These graphs illustrate wind strength (bottom) and temperature above Saturn. The data were acquired by the Cassini spacecraft's composite infrared spectrometer when Saturn had just begun summer in its southern hemisphere. Altitude increases in the upward direction, and Saturn's south pole is to the right. The color red indicates higher temperatures, and stronger winds.
As the top graph show, temperatures are cooler in the troposphere (the layer just above the cloud deck). In the upper stratosphere (the layer above the troposphere), temperatures increase toward the south pole. Temperature variation is muted in the upper troposphere.
These observed temperature changes allow the east-west winds to be determined. The measured cloud-top winds from NASA's Voyager mission have also been used to create this wind plot. This is the first time that the stratospheric winds have been determined. They show a marked decline of about 140 meters per second (approximately 300 miles per hour) at low latitudes, moving from the cloud tops to higher levels. The origin of this decay, or wind speed reduction, is not known.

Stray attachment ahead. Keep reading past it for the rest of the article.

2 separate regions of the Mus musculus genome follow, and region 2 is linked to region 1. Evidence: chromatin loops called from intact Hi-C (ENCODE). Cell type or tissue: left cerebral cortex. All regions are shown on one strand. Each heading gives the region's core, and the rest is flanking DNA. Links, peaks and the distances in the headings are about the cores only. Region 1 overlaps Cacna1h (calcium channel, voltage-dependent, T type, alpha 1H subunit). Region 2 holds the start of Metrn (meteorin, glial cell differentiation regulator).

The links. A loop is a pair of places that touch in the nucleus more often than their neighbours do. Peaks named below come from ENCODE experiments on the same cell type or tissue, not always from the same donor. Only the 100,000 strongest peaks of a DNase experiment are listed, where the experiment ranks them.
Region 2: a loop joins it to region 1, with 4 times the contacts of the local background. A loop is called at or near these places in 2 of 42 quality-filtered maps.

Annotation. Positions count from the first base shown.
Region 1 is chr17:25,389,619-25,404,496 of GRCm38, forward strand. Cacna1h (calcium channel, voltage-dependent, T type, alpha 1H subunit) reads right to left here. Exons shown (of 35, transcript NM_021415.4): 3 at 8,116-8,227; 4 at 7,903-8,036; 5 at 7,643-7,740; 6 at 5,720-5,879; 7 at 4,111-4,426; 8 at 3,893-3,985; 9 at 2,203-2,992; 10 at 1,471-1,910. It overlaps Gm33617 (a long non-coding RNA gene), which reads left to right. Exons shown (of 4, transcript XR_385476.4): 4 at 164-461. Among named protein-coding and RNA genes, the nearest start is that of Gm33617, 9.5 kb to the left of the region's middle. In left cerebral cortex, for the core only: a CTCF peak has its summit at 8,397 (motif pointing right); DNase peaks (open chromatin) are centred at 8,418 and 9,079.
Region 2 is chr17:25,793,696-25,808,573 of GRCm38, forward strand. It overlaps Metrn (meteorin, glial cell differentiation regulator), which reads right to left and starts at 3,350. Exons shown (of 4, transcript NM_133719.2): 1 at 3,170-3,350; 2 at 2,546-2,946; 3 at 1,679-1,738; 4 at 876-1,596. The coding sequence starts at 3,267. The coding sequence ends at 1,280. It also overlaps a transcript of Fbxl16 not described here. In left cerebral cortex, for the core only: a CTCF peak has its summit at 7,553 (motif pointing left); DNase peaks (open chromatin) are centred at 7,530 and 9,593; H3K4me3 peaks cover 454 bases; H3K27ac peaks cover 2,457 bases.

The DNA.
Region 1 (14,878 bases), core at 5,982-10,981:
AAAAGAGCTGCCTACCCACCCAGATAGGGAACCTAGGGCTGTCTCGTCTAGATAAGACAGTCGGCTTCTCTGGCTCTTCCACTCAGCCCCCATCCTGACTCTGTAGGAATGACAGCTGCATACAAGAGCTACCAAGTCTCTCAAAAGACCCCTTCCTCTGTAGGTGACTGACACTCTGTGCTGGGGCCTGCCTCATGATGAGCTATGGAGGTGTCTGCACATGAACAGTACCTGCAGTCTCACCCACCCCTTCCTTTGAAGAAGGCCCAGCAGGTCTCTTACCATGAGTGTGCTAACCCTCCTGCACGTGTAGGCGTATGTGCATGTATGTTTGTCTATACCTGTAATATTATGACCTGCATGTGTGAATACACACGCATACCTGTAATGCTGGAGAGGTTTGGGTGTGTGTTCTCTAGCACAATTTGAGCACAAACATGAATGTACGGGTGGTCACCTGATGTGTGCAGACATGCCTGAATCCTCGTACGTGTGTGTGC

Temperature maps obtained in the future from Cassini's new position in orbit around Saturn will have higher latitude resolution, and are expected to show more detail, helping us to unravel the riddles of Saturn's winds above the cloud tops.
The Cassini-Huygens mission is a cooperative project of NASA, the European Space Agency and the Italian Space Agency. The Jet Propulsion Laboratory, a division of the California Institute of Technology in Pasadena, manages the Cassini-Huygens mission for NASA's Office of Space Science, Washington, D.C. The Cassini orbiter was designed, developed and assembled at JPL. The composite infrared spectrometer team is located at NASA's Goddard Space Flight Center, Greenbelt, Md.
For more information about the Cassini-Huygens mission, visit http://saturn.jpl.nasa.gov and the instrument team's home page, http://cirs.gsfc.nasa.gov/.